other inflation.

ATF has a unique combination
of law enforcement and regulatory responsibilities. As Director, I will
continue to focus on our core mission and vision of "Working for
a Sound and Safer America...Through Innovation and Partnership."
ATF has developed sound programmatic initiatives, based on existing laws
and regulations, to respond to crime and violent acts that threaten public
safety and instill fear in all Americans. Our vision helps us chart the
course to best serve the public and achieve new levels of effectiveness
and teamwork. I would now like to highlight some of the programs that
support our efforts on behalf of the American public.



Integrated
Violence Reduction Strategy (IVRS)

ATF is requesting
$41,322,000 and 193 FTE for expansion of the Integrated Violence Reduction
Strategy (IVRS) and will focus on several core components of firearms
enforcement aimed at reducing the illegal possession and use of firearms.

IVRS is a national
enforcement strategy that integrates several core concepts which are adapted
and applied in varying formulas to address the specific law enforcement
needs of a community. For example, Project Exile in Richmond, Virginia,
and Project Ceasefire in Boston, Massachusetts, are two different, yet
equally successful examples of IVRS. The core elements of IVRS include
reducing the illegal supply of firearms to criminals; specific enforcement
projects directed at criminals who use and possess firearms; and the identification
and prosecution of prohibited persons who attempt to acquire firearms.
All components of IVRS use state-of-the-art information processing to
assist ATF and our State, local and Federal law enforcement partners in
identifying those engaged in the criminal misuse and illegal acquisition
of firearms. ATF is committed to working with law enforcement agencies
and prosecutors to ensure the continued success of IVRS. Our experience
in the fight against armed violence has demonstrated that an integrated
approach is the right approach. Prevention, intervention and prosecution
cannot succeed as segregated strategies. They must be combined to meet
the challenge of effectively in reducing the criminal use of firearms
in America.

Project EXILE and
Project Ceasefire have been effective programs for addressing firearms
violence in certain cities. However, the requirements and resources of
each locality need to be evaluated individually. One of the purposes of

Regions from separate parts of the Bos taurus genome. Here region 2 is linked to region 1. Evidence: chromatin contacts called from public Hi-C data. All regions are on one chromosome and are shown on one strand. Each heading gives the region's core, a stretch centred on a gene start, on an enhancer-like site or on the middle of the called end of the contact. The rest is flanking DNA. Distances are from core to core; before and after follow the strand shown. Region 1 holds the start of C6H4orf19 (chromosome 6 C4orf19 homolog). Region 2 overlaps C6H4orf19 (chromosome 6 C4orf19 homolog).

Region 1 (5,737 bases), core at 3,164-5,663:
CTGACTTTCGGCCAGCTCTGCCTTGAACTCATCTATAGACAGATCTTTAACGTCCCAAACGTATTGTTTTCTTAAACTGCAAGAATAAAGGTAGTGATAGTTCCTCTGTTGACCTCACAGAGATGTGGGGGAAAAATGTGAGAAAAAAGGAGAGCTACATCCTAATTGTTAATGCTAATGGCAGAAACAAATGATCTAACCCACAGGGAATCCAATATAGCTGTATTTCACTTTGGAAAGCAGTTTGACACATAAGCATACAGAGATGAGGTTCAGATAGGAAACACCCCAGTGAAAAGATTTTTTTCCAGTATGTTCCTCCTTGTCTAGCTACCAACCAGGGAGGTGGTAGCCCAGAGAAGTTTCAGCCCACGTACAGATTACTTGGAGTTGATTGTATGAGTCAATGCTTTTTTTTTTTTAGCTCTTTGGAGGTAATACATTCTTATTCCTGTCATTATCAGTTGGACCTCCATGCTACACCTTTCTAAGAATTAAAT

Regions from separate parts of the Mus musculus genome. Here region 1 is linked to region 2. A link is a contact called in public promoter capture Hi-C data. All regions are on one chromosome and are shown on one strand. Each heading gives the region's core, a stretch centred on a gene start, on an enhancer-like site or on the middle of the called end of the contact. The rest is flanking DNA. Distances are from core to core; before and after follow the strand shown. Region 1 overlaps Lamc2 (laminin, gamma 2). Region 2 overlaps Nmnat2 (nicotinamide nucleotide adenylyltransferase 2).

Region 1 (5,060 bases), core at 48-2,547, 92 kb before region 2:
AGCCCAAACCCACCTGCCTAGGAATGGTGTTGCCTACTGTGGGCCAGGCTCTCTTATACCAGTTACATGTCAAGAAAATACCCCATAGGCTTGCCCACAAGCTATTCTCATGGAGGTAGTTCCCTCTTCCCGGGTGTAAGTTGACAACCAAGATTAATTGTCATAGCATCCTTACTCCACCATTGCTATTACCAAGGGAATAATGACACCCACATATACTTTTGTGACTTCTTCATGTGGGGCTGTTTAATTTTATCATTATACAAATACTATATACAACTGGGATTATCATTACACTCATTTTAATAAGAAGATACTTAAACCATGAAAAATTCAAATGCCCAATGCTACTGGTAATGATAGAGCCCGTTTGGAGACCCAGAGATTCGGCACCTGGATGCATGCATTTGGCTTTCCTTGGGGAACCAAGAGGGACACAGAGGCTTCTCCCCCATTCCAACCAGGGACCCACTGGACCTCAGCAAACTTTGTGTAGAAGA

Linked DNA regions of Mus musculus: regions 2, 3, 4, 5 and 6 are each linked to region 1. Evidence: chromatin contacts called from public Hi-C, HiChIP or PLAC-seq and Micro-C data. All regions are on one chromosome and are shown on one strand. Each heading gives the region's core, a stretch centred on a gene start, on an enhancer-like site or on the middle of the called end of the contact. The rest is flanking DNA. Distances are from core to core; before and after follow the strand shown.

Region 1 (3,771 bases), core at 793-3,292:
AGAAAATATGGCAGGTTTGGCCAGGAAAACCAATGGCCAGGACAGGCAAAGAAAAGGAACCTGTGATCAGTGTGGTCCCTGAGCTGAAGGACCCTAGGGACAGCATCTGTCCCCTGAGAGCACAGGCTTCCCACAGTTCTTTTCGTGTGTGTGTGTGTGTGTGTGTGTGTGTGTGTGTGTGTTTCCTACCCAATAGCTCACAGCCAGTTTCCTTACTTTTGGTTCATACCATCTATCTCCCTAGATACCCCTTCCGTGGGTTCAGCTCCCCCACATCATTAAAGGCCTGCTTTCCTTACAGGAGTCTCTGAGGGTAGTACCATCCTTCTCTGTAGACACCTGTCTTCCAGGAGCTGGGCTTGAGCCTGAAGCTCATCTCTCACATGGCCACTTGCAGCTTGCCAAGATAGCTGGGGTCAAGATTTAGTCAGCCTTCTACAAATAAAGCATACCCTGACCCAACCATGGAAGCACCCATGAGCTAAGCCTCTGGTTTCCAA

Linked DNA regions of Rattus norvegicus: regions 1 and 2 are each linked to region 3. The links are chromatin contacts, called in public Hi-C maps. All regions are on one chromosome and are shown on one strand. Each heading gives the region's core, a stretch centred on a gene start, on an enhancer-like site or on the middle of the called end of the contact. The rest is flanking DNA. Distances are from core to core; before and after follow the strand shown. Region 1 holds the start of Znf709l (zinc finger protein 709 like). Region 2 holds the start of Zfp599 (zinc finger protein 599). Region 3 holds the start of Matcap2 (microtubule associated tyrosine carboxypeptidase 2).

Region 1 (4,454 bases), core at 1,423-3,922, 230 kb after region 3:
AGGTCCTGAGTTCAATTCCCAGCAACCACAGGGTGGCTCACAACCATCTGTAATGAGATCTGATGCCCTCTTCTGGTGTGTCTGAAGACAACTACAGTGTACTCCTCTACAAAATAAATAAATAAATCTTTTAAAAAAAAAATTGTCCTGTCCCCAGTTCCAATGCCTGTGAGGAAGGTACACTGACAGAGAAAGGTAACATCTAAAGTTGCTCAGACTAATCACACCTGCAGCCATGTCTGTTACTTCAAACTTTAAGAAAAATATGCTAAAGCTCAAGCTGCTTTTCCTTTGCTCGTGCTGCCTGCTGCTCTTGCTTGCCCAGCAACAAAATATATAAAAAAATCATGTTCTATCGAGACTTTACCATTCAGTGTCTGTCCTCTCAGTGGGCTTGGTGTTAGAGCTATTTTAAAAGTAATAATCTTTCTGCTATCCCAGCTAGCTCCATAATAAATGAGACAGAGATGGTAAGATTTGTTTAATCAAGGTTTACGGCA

the Integrated Violence Reduction Strategy is to allow U.S. Attorneys
and ATF managers to collectively identify their unique crime problems
and formulate appropriate actions to address them. Through the Violent
Crime Coordinator, Armed Violent Criminal Apprehension (formerly Achilles)
Programs, as well as through the Firearms Trafficking Program, ATF investigates
and facilitates the prosecution of firearms violators. These programs
are components of the Integrated Violence Reduction Strategy.

In fiscal year 2000,
the Federal Bureau of Investigation’s (FBI) National Instant Criminal
Background Check System (NICS) is projecting that over 86,000 firearms
purchase denials will be forwarded for ATF to evaluate and act upon. With
the fiscal year 2001 budget request, ATF will devote additional field
resources to investigate prohibited persons who attempt to purchase firearms,
as well as conduct more in-depth reviews of licensee records to ensure
that they are conforming to the requirements of the Brady Act. To date,
ATF has made more than 13,000 investigative referrals for field review
on potential criminal violations involving domestic violence offenses
or those who are subject to a restraining order. Additionally, more than
7,000 potential criminal violations involving violent felons or serious
drug offenders have been referred to the field for investigation.

ATF's objective is
to maximize voluntary compliance in the firearms industry through education,
partnerships, and a compliance inspection program that uses ATF’s inspection
resources to focus on licensees having multiple crime gun traces and/or
other indicators of potential firearms trafficking. The National Licensing
Center processes and issues all ATF firearm licenses. Under ATF's current
application program, all original applications are sent to the field offices
for investigation prior to issuance. Renewal applications are sent to
the field offices upon request.



Youth
Crime Gun Interdiction Initiative (YCGII)

In fiscal year 2001,
we are requesting $19,078,000 and 113 FTE for expansion of the YCGII Program.
This very successful program complements IVRS by using a multi-faceted
approach to break the chain of illegal gun supply to youths and juveniles
and reduce youth violence. ATF will continue to assist comprehensive crime
gun tracing in participating cities, provide rapid high volume crime gun
tracing and crime gun market analysis through the National Tracing Center
(NTC), and train ATF, State, and local law enforcement. ATF is proposing
to expand this program to an additional 12 cities in fiscal year 2001,
bringing the total of YCGII cities to 50. This reinforces the Administration’s
commitment to expand to 75 cities within four years.



Expanded
Crime Gun Tracing

ATF is requesting
$9,990,000 and 10 FTE for Comprehensive Crime Gun Tracing that will provide
nationwide comprehensive tracing capability as well as faster trace results.
The National Tracing Center (NTC) provides State and local agencies with
information on crime guns to support its law enforcement efforts. The
NTC provides valuable investigative leads to assist in solving crimes
committed with firearms, and identifies those persons responsible for